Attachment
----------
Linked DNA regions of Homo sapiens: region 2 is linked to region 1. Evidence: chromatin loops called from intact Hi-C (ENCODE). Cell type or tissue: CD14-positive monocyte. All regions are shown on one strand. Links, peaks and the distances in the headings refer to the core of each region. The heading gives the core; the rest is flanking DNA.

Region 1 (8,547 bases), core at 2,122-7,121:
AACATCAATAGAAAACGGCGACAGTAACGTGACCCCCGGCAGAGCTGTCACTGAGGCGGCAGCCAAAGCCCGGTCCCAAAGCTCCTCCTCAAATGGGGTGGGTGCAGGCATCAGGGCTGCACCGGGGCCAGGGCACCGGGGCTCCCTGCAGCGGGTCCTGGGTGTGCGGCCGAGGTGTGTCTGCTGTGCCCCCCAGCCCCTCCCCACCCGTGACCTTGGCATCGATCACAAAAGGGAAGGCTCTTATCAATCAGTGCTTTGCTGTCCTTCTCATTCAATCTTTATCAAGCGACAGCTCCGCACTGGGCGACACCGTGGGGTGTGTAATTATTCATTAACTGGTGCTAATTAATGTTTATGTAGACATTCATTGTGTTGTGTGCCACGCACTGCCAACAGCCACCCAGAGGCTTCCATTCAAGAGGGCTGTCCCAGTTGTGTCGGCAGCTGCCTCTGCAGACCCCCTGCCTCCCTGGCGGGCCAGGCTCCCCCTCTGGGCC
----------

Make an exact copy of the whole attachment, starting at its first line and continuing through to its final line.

Linked DNA regions of Homo sapiens: region 2 is linked to region 1. Evidence: chromatin loops called from intact Hi-C (ENCODE). Cell type or tissue: CD14-positive monocyte. All regions are shown on one strand. Links, peaks and the distances in the headings refer to the core of each region. The heading gives the core; the rest is flanking DNA.

Region 1 (8,547 bases), core at 2,122-7,121:
AACATCAATAGAAAACGGCGACAGTAACGTGACCCCCGGCAGAGCTGTCACTGAGGCGGCAGCCAAAGCCCGGTCCCAAAGCTCCTCCTCAAATGGGGTGGGTGCAGGCATCAGGGCTGCACCGGGGCCAGGGCACCGGGGCTCCCTGCAGCGGGTCCTGGGTGTGCGGCCGAGGTGTGTCTGCTGTGCCCCCCAGCCCCTCCCCACCCGTGACCTTGGCATCGATCACAAAAGGGAAGGCTCTTATCAATCAGTGCTTTGCTGTCCTTCTCATTCAATCTTTATCAAGCGACAGCTCCGCACTGGGCGACACCGTGGGGTGTGTAATTATTCATTAACTGGTGCTAATTAATGTTTATGTAGACATTCATTGTGTTGTGTGCCACGCACTGCCAACAGCCACCCAGAGGCTTCCATTCAAGAGGGCTGTCCCAGTTGTGTCGGCAGCTGCCTCTGCAGACCCCCTGCCTCCCTGGCGGGCCAGGCTCCCCCTCTGGGCC